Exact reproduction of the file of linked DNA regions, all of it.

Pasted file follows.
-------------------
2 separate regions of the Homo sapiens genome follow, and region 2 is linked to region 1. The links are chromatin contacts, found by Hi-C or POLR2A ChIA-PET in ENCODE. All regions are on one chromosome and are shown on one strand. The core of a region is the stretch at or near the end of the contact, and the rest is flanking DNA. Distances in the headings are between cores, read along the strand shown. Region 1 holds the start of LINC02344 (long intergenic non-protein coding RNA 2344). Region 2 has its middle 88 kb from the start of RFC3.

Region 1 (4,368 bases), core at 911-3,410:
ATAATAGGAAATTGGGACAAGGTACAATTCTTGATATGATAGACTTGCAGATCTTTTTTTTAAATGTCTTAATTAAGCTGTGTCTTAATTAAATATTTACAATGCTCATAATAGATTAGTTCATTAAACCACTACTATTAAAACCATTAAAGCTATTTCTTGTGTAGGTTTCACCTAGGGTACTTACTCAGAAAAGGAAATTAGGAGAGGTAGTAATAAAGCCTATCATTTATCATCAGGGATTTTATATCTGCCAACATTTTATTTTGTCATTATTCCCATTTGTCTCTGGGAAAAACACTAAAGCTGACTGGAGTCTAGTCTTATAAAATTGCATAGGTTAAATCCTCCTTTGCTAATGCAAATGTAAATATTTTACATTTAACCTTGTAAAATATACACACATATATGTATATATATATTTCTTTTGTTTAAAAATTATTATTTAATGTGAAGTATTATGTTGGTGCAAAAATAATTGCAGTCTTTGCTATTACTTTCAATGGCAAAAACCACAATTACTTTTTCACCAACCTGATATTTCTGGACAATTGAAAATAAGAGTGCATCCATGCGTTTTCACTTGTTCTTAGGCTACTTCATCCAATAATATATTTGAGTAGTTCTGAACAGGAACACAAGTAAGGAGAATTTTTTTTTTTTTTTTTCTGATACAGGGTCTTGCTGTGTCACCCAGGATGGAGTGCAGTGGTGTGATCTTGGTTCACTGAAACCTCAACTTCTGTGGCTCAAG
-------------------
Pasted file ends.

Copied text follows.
2 separate regions of the Homo sapiens genome follow, and region 2 is linked to region 1. The links are chromatin contacts, found by Hi-C or POLR2A ChIA-PET in ENCODE. All regions are on one chromosome and are shown on one strand. The core of a region is the stretch at or near the end of the contact, and the rest is flanking DNA. Distances in the headings are between cores, read along the strand shown. Region 1 holds the start of LINC02344 (long intergenic non-protein coding RNA 2344). Region 2 has its middle 88 kb from the start of RFC3.

Region 1 (4,368 bases), core at 911-3,410:
ATAATAGGAAATTGGGACAAGGTACAATTCTTGATATGATAGACTTGCAGATCTTTTTTTTAAATGTCTTAATTAAGCTGTGTCTTAATTAAATATTTACAATGCTCATAATAGATTAGTTCATTAAACCACTACTATTAAAACCATTAAAGCTATTTCTTGTGTAGGTTTCACCTAGGGTACTTACTCAGAAAAGGAAATTAGGAGAGGTAGTAATAAAGCCTATCATTTATCATCAGGGATTTTATATCTGCCAACATTTTATTTTGTCATTATTCCCATTTGTCTCTGGGAAAAACACTAAAGCTGACTGGAGTCTAGTCTTATAAAATTGCATAGGTTAAATCCTCCTTTGCTAATGCAAATGTAAATATTTTACATTTAACCTTGTAAAATATACACACATATATGTATATATATATTTCTTTTGTTTAAAAATTATTATTTAATGTGAAGTATTATGTTGGTGCAAAAATAATTGCAGTCTTTGCTATTACTTTCAATGGCAAAAACCACAATTACTTTTTCACCAACCTGATATTTCTGGACAATTGAAAATAAGAGTGCATCCATGCGTTTTCACTTGTTCTTAGGCTACTTCATCCAATAATATATTTGAGTAGTTCTGAACAGGAACACAAGTAAGGAGAATTTTTTTTTTTTTTTTTCTGATACAGGGTCTTGCTGTGTCACCCAGGATGGAGTGCAGTGGTGTGATCTTGGTTCACTGAAACCTCAACTTCTGTGGCTCAAG